After the game I get a tour of the Wild's facilities from assistant equipment manager Brent Proulx, who's a fan of my Uni Watch Blog. It's the first time we've met but he treats me like family, happily showing off everything from the team's stick room to the jersey-themed laundry bags he designed. When I ask him about the fire that destroyed the team's gear in December, he shrugs it off as if it was nothing worse than a flat tire. As I head back to my hotel, I realize that my "Nicest people in the world" list is getting more and more crowded.

Sunday, Jan. 24, 10 a.m.: Fred Haberman may be a force of nature, but even he can't overcome the real forces of nature. Yesterday's rain took such a toll on the ice that conditions are no longer playable, so today's pond hockey games have been canceled and the tournament's conclusion has been postponed until Jan. 30. The awarding of the Golden Shovel will have to wait.

Sunday, 11 a.m.: With pond hockey off the agenda, I go visit Dick Jonckowski, a local legend of sorts who has done P.A. announcing for countless Twin Cities teams and still works basketball and baseball games for the Gophers. He is, of course, the nicest guy in the world, welcoming me into his home and showing off his extensive memorabilia collection. He also has lots of stories to share, the best of which involve the things pitchers would say to him when he drove the Twins' bullpen buggy back in the early 1960s. Alas, none of those are printable.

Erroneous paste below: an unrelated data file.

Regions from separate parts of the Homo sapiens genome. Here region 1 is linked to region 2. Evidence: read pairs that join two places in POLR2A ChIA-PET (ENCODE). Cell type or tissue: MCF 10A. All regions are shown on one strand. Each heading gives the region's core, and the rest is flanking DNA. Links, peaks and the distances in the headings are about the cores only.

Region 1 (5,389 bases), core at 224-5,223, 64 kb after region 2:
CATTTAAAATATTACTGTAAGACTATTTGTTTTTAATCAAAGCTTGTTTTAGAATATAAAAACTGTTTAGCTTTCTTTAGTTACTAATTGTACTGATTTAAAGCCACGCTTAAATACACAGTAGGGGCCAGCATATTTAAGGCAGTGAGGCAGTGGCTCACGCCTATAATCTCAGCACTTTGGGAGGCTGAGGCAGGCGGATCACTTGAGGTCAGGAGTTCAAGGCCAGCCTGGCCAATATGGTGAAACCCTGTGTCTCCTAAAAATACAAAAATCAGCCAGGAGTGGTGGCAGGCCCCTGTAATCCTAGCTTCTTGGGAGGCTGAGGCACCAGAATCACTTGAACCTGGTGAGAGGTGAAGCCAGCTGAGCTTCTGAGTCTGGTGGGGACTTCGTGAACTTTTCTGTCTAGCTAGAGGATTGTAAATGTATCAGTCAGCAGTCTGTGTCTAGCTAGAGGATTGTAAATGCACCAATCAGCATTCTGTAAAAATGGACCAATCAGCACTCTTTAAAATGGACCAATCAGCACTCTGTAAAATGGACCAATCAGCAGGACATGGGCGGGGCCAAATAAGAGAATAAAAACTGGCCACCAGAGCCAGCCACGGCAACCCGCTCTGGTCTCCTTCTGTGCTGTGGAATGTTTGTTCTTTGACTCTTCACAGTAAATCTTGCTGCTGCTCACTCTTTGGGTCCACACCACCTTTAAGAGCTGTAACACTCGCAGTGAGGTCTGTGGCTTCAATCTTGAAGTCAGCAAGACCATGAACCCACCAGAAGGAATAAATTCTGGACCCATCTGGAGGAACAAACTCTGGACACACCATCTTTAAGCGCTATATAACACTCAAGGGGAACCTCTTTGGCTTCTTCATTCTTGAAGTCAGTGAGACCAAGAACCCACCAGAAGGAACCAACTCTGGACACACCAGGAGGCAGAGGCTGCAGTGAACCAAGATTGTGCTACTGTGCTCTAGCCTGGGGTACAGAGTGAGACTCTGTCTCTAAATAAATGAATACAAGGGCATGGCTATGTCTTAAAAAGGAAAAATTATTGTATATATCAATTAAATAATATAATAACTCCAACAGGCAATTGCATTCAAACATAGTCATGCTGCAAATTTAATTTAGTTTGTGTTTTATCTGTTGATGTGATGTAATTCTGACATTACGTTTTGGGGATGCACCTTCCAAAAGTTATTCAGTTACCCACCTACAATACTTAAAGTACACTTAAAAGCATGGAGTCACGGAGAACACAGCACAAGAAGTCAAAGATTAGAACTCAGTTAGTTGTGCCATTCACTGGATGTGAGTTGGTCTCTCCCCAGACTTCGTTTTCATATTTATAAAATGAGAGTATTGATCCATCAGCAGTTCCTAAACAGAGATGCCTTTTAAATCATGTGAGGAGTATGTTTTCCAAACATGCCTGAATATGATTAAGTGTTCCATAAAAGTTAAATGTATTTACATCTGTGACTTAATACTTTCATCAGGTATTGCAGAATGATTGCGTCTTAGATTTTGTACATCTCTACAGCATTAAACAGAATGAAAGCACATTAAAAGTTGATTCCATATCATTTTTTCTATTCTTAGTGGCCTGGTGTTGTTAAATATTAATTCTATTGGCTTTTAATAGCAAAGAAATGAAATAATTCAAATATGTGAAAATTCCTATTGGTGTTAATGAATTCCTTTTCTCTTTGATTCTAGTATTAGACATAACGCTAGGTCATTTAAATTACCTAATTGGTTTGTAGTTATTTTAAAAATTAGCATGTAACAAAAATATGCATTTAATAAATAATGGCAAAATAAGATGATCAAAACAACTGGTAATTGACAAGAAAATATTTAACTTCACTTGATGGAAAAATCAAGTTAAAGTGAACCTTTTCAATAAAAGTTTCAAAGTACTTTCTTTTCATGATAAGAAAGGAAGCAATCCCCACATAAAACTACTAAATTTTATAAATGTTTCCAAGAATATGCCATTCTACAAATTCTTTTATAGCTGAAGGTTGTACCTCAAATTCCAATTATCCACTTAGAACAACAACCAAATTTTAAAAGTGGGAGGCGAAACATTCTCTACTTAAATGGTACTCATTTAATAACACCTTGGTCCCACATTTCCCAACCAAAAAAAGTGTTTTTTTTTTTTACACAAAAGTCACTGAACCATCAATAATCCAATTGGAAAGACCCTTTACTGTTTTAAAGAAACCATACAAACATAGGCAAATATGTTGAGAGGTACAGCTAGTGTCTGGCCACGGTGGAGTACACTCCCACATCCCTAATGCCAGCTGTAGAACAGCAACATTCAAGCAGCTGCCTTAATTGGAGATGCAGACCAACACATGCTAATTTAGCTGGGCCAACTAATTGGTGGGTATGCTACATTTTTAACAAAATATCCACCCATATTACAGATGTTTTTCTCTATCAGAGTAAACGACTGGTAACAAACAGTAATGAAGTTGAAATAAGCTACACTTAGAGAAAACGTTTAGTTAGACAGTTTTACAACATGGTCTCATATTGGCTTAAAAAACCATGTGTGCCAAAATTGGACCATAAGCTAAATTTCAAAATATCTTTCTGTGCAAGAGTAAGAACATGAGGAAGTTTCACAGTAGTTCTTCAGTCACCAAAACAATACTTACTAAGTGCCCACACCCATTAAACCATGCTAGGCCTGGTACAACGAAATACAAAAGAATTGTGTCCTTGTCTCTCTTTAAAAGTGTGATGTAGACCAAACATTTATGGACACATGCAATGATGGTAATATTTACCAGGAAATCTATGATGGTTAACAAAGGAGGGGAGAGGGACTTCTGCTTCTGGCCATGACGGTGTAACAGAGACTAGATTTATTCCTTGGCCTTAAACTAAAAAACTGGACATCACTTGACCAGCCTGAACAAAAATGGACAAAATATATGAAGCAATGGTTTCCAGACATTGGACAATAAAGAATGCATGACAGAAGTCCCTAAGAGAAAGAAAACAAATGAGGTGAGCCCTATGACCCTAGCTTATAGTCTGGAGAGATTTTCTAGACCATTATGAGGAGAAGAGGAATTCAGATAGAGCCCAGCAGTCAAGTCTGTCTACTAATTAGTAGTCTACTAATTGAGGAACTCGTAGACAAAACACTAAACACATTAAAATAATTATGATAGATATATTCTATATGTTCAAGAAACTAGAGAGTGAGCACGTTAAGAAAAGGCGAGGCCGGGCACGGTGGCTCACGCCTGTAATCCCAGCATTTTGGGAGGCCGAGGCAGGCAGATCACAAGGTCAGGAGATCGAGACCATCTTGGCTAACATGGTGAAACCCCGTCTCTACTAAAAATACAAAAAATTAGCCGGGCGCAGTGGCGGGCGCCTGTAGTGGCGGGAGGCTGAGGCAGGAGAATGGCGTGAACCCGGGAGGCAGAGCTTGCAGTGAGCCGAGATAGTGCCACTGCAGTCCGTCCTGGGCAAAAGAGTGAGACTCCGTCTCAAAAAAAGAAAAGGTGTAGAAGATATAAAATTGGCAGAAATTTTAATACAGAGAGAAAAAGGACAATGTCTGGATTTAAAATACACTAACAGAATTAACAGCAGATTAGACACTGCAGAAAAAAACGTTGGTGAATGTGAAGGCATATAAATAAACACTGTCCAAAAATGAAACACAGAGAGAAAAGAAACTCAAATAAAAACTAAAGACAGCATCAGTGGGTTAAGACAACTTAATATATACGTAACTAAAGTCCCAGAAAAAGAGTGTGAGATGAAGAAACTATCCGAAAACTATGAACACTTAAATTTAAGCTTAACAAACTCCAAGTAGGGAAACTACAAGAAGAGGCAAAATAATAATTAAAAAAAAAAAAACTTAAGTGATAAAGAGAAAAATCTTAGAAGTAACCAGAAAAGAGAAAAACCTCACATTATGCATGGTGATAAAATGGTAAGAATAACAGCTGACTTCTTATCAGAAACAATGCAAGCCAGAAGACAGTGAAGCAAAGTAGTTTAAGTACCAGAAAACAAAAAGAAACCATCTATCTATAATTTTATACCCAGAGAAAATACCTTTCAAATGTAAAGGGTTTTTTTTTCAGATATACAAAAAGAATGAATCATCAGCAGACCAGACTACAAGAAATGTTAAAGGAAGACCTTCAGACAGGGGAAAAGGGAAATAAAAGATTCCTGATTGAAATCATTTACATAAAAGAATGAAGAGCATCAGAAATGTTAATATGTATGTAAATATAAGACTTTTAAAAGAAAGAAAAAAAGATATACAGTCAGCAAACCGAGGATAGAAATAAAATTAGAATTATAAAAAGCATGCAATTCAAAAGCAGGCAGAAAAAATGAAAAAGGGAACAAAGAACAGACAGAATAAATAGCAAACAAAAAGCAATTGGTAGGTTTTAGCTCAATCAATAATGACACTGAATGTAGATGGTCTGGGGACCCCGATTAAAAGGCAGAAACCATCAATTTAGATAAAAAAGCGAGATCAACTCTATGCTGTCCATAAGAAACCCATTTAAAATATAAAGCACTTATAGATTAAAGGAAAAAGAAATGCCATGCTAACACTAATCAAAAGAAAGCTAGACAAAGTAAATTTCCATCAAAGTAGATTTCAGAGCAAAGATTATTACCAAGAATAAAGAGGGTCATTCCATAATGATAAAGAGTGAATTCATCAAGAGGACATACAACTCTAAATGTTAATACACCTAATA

Sunday, 1:30 p.m.: My next stop is Dome Plus, a ramshackle souvenir shop run by Ray Crump, who used to be the Twins' equipment manager and, before that, a Washington Senators bat boy. To my mild relief, he is not the nicest guy in the world (that was getting to be a bit much), but he's definitely a character, endlessly jibber-jabbering and going off on all sorts of tangents. He also appears to have traveled in some exclusive circles, at least judging by all the photos on the wall that show Ray with the Beatles, Ray with Muhammad Ali, Ray with Bill Cosby, Ray with Johnny Cash. Hey, here's one of Ray with Dick Jonckowski, who I was just talking to earlier today!